The following ViewPoint was written by Jim Bright, Professor of Career Education and Development at ACU and owns Bright and Associates, a career management consultancy.
Are personality tests nothing more than motherhood statements and astrology? Well, that is the depressing conclusion that my colleague Caitlin Fitzsimmons came to writing for Fairfax Media (Are Personality tests like Myers-Briggs just corporate astrology? June 27).
This is, to say the least, a little unfair because asking the broad question ‘‘are personality tests just rubbish’’ is not very helpful. You may as well ask ‘‘are Mondays rubbish’’ or ‘‘is laughing nasty’’. The only sensible answer, is ‘‘it depends’’. Some Mondays can be wonderful, perhaps for some people Mondays are their favourite day of the week.
It should not be in the least surprising that there are some ‘‘tests’’ out there that have little or no value. Most free ‘‘quizzes’’ found in magazines and online – of the ‘‘20 questions that determine your personality’’ kind are almost all nothing more than entertaining diversions for those with too much time on their hands. They should be taken as seriously as a plastic fortune fish curling in your palm, or, for that matter, palm readings. The technical term for such things is ‘‘utter crap’’.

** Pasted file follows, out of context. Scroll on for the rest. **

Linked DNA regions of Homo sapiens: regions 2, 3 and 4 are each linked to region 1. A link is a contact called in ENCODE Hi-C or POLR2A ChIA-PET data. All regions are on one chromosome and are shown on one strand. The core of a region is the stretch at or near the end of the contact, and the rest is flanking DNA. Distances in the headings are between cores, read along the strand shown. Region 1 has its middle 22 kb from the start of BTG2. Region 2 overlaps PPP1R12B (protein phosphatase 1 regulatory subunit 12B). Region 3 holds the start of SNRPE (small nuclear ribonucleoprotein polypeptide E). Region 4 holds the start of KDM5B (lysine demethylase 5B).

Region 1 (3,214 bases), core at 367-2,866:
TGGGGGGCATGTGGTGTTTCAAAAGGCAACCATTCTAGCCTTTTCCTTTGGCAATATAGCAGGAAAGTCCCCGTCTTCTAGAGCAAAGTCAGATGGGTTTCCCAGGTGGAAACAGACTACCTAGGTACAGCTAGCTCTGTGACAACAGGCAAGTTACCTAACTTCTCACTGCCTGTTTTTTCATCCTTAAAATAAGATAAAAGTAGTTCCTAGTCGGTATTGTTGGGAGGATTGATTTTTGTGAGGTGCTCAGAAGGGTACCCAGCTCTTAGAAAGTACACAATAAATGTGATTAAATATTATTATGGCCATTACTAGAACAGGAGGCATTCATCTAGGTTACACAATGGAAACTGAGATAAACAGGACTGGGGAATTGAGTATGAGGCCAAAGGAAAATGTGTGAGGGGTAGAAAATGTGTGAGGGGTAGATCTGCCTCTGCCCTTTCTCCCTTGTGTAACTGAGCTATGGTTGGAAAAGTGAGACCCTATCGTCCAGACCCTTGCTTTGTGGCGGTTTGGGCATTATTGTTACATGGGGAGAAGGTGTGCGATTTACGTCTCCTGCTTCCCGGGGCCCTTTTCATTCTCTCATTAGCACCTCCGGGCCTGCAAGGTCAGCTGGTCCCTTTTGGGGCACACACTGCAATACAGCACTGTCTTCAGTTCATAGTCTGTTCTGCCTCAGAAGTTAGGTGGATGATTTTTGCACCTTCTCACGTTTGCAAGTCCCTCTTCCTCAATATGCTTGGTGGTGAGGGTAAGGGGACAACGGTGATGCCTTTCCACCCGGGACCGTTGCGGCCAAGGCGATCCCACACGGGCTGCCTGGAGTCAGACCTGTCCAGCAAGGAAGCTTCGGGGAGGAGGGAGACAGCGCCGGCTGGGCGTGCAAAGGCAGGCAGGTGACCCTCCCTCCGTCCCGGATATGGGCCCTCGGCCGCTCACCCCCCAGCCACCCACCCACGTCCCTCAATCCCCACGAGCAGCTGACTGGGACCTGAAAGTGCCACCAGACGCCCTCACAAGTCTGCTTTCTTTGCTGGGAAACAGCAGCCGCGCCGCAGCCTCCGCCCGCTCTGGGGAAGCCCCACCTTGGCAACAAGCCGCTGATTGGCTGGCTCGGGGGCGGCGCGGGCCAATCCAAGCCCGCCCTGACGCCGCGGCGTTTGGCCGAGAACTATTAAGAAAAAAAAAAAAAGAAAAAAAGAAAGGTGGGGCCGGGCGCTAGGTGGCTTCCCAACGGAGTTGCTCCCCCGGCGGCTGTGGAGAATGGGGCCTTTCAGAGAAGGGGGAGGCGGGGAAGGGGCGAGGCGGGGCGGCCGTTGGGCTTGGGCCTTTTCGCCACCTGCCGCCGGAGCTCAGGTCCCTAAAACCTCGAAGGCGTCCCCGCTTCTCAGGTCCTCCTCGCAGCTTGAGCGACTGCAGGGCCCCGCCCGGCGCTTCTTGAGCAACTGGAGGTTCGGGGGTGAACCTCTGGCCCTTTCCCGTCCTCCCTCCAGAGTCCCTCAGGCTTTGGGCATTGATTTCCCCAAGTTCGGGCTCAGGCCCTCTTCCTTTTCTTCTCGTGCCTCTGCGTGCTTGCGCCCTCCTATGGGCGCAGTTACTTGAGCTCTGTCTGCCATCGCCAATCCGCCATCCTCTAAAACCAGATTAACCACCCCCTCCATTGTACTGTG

However, just because some ‘‘tests’’ fall into this category, it is a mistake and illogical to generalise that all tests of any kind are of no value. Critics are likely to argue that tests are not subject to regulation and therefore there is no quality control. However, this is not correct. There are well established criteria to establish the relevance and accuracy of a test. The branch of psychology, psychometrics, that relates to psychological measurement and accuracy has been around for a century.
There are two key criteria (and many that flow from these) that must be considered in determining the value of a test. These are called validity and reliability. Reliability relates to the ability of a test to provide the same results when the same person is tested on two or more occasions within a reasonably short period of time (think weeks or months). A highly reliable measure is a ruler – if used by a moderately skilled person it will record the same result when measuring the width of a piece of A4 every time, with only minor variations due to things like the paper moving, or the angle of the ruler varying slightly.
When good quality tests are developed they are checked to ensure they have high reliability so that they measure accurately like a ruler.